Sunday, 15 April 2012

The Girl With Glass Feet


“She had felt a collision with him and known that she had wanted this her whole life: to crash for just one moment into another person at such a velocity as to fuse with him.” 




Last summer my mum bought me a book to celebrate surviving my degree. She actually stumbled across it when typing 'her white hart' into google to see what else came up! She found Ali Shaw's blog, where he was talking about white deer, and from there discovered his first novel 'The Girl with Glass Feet.' 

Now, since last June I've been working my way through the 'A Song of Ice and Fire' (more popularly known as 'Game of Thrones') series, which has meant this pretty little white and teal book with silver pages has been sitting on my shelf for the last seven months. But I've been aware of it's presence the entire time and I was really excited to finally pick it up, and it didn't disappoint. 


This is a beautifully delicate book. I don't want to give too much of the plot away, because I highly recommend you read it for yourself. It's a story of shy romance, set in the remote monochrome islands of St Hauda's Land. A modern day fantasy, this novel has the balance of magic and reality finely tuned. It focuses on a handful of characters; mainly Midas, the introverted photographer, and Ida the ex-thrill seeker with a secret in her boots. The story is both gentle and brutal at the same time, much like the backdrop it is set amongst. 


When I'm reading two things are really important to me; one that it is well written, with good prose and language, and two that I can relate to the characters. This is Ali's first novel and the first chapter or two I did think the language was a little look-at-me-go, but he settles into a stunning rhythm fairly quickly. And the characters! Well, they are just brilliant. So believable and complex. I'm in love with them all. Seriously. And the telling of Midas has totally made me rethink quiet guys, in a good way.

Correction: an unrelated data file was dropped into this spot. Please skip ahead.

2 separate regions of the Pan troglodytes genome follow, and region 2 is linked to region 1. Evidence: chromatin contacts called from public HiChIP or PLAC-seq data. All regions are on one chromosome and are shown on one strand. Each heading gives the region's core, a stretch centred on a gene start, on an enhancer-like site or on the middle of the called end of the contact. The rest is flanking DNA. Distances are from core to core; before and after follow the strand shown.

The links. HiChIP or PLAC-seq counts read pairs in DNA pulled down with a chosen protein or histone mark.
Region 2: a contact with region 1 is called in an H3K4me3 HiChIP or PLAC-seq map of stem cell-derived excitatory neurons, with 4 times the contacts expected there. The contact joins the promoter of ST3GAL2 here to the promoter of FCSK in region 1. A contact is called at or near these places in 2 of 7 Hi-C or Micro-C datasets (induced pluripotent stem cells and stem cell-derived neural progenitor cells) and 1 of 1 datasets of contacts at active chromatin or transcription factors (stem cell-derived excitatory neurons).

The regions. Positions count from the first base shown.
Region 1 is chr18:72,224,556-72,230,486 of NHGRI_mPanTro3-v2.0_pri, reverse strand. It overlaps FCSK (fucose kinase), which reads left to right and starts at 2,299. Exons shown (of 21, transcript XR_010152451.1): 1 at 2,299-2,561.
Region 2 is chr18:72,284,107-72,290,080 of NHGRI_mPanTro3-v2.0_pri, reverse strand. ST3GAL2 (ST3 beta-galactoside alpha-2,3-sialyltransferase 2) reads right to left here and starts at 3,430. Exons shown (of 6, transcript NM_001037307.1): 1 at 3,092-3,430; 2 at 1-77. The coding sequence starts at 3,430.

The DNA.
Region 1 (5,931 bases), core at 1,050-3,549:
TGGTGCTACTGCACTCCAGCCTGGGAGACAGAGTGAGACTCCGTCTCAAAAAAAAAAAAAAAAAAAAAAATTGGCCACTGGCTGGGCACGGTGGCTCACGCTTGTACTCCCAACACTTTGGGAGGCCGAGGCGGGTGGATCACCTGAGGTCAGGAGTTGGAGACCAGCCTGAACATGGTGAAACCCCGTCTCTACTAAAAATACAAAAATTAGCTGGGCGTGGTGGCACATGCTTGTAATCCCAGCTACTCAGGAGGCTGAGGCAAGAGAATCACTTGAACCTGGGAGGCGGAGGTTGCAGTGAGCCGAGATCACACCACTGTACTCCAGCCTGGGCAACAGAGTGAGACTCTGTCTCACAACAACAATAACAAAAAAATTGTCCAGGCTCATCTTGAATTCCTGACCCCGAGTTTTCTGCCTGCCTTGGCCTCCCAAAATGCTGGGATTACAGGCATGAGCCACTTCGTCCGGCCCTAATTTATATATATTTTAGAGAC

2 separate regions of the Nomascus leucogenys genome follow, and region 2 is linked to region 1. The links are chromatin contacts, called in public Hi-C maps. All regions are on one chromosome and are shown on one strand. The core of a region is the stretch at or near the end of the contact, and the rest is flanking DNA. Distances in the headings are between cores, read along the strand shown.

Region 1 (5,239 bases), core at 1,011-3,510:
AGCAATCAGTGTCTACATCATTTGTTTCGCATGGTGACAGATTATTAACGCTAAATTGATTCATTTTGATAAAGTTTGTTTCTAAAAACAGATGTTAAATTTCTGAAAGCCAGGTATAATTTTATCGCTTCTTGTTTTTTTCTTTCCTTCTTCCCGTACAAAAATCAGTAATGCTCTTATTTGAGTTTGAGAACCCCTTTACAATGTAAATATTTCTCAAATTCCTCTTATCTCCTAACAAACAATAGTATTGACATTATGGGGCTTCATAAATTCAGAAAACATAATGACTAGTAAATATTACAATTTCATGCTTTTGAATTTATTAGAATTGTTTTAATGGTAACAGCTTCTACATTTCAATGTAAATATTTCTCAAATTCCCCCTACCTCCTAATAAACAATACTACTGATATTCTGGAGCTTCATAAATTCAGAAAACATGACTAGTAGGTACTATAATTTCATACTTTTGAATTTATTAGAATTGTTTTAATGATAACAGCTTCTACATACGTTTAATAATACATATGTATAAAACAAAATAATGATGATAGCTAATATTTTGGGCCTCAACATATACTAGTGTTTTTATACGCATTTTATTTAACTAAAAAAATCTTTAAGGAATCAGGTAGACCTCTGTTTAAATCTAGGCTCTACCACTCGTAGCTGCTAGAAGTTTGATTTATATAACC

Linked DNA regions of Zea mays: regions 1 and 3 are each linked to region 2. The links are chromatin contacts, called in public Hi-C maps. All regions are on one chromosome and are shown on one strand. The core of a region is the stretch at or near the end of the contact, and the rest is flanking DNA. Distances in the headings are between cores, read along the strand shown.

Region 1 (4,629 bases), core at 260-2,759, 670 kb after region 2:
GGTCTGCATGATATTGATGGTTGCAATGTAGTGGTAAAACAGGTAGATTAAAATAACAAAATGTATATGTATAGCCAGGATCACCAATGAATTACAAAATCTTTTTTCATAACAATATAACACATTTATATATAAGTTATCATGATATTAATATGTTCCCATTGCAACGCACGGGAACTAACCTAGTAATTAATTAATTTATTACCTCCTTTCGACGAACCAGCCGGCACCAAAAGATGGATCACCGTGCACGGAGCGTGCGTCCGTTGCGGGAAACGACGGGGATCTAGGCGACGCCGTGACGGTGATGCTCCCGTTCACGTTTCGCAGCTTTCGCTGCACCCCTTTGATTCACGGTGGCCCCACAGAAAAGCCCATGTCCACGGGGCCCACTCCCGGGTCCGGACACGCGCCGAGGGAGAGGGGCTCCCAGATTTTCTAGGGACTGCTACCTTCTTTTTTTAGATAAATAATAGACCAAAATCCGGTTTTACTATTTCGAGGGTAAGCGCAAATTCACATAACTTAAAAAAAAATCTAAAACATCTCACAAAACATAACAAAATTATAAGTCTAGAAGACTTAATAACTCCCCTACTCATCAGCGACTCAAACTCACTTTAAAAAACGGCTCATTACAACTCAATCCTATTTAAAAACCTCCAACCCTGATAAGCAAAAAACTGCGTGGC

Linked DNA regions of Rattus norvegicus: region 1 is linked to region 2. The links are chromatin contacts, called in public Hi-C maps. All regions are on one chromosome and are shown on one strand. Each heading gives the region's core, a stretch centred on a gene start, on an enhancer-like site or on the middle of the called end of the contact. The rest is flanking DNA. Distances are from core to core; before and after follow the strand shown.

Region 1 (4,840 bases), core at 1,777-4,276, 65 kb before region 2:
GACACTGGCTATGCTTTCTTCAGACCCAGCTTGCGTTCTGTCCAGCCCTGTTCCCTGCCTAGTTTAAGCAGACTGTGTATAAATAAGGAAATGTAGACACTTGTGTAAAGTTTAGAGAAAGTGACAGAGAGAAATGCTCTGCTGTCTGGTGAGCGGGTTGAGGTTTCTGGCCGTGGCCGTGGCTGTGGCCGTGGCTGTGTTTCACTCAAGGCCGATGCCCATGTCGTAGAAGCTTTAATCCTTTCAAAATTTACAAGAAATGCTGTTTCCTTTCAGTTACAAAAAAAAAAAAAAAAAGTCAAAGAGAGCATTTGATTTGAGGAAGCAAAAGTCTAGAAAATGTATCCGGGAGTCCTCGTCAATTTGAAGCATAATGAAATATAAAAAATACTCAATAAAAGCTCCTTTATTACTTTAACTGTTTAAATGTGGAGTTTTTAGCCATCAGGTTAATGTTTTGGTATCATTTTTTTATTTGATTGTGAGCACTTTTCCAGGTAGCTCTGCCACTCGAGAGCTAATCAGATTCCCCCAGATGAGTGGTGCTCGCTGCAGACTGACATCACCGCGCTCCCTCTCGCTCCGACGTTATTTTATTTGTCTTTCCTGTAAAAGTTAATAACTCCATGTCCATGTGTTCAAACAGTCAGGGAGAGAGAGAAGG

The above picture is just a sketch I did last night of the two main characters, how I imagine them. I modelled Midas on Kit Harrington, and Ida on Bette Davis, interesting combination I know. I saw Ida as a young, fragile Bette Davis from the moment she was introduced. There's so much beautiful imagery in this book, it's definitely something to I'd enjoy illustrating in the future. I'll put it on my to do list. 

You can view Ali' Shaw's website here.  His blog is full of lots of interesting tid-bits, well worth checking out! 

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